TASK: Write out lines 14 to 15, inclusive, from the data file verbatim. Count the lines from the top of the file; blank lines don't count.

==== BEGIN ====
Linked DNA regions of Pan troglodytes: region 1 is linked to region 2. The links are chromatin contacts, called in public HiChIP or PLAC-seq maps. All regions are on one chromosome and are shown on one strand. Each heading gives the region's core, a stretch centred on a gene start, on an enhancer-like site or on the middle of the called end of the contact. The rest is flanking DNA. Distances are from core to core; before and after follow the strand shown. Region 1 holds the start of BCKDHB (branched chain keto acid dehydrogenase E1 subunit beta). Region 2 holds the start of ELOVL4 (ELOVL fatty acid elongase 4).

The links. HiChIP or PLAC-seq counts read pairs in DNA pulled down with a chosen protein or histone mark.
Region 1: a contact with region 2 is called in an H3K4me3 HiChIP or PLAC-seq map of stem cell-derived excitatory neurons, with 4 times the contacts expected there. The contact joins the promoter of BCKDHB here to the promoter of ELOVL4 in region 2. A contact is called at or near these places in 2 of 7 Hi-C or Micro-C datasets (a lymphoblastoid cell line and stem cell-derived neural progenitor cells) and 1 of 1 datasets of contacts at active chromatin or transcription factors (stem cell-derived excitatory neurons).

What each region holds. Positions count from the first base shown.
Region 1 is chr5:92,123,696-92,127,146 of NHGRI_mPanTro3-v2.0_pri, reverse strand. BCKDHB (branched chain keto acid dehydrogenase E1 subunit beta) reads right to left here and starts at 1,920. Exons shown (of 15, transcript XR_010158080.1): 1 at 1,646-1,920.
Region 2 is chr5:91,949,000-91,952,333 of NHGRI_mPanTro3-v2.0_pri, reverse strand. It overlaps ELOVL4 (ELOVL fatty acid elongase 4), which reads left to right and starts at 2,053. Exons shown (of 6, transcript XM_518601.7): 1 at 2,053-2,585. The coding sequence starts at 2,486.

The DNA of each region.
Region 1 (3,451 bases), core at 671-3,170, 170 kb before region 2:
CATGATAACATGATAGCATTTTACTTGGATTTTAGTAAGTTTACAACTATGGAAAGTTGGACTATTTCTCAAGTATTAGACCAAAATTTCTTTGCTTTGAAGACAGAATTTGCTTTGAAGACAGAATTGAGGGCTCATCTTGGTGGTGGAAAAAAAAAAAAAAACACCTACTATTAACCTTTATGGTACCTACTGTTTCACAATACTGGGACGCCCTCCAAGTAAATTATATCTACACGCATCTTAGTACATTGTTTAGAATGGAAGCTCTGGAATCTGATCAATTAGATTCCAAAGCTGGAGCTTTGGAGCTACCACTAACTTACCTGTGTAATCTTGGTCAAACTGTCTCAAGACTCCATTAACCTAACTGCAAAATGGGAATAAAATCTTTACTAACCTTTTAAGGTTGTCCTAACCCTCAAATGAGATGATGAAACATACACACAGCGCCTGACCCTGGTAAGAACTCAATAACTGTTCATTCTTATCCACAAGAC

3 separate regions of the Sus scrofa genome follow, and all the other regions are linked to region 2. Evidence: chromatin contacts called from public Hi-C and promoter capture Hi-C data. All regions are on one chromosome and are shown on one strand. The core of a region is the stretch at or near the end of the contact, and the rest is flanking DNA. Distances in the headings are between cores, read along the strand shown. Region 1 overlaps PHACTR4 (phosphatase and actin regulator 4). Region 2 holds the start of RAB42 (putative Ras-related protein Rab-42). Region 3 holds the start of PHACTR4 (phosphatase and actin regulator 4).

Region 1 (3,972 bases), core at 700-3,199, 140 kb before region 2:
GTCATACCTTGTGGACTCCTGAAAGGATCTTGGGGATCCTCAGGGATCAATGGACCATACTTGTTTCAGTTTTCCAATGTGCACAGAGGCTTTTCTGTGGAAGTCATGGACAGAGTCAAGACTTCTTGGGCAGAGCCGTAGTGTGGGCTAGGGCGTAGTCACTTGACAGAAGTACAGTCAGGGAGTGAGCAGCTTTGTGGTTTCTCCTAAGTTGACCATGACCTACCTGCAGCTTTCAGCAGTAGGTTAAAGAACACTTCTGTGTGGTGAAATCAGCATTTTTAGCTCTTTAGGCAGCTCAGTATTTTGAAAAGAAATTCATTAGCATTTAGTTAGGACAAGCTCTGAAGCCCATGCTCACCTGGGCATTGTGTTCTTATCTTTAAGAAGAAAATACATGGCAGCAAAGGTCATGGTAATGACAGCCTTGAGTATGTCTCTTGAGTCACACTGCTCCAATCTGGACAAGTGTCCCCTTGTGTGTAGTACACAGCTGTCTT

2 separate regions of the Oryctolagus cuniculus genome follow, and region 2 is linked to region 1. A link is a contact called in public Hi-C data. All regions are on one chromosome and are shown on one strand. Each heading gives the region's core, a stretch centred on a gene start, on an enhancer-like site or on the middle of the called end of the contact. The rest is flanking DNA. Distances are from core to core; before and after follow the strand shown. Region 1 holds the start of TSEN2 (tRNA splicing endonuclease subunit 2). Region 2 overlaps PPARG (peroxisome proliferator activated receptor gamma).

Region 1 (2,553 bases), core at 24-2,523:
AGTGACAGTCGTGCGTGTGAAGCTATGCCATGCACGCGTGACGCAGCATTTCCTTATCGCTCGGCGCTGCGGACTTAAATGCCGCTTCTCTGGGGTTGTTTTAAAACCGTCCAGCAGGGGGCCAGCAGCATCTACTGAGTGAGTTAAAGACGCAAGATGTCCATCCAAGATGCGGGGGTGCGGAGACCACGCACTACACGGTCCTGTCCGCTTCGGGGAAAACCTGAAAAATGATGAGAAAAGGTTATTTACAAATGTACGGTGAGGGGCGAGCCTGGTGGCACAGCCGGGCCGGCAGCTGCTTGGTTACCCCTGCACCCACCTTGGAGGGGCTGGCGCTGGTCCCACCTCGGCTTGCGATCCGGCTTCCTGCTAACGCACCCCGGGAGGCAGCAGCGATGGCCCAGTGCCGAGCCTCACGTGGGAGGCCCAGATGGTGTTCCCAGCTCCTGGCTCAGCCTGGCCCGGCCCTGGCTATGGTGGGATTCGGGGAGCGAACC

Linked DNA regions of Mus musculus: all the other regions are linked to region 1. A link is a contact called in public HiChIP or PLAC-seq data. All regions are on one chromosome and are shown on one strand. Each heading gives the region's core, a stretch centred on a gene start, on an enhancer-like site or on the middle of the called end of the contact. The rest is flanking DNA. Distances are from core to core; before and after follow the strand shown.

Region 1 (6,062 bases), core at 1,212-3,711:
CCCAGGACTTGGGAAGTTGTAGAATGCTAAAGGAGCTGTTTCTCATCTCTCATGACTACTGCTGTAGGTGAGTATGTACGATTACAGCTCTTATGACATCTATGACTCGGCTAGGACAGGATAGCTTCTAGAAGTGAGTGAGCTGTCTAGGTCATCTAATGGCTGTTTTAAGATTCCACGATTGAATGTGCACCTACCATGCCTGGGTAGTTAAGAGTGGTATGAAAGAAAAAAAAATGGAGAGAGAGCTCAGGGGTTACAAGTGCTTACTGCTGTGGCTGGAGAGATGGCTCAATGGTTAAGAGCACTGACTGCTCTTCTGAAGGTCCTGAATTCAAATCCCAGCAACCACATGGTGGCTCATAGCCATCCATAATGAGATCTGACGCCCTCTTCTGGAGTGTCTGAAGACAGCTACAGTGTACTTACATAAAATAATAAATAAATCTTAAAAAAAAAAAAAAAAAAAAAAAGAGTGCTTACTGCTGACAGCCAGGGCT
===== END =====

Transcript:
Region 1 (2,553 bases), core at 24-2,523:
AGTGACAGTCGTGCGTGTGAAGCTATGCCATGCACGCGTGACGCAGCATTTCCTTATCGCTCGGCGCTGCGGACTTAAATGCCGCTTCTCTGGGGTTGTTTTAAAACCGTCCAGCAGGGGGCCAGCAGCATCTACTGAGTGAGTTAAAGACGCAAGATGTCCATCCAAGATGCGGGGGTGCGGAGACCACGCACTACACGGTCCTGTCCGCTTCGGGGAAAACCTGAAAAATGATGAGAAAAGGTTATTTACAAATGTACGGTGAGGGGCGAGCCTGGTGGCACAGCCGGGCCGGCAGCTGCTTGGTTACCCCTGCACCCACCTTGGAGGGGCTGGCGCTGGTCCCACCTCGGCTTGCGATCCGGCTTCCTGCTAACGCACCCCGGGAGGCAGCAGCGATGGCCCAGTGCCGAGCCTCACGTGGGAGGCCCAGATGGTGTTCCCAGCTCCTGGCTCAGCCTGGCCCGGCCCTGGCTATGGTGGGATTCGGGGAGCGAACC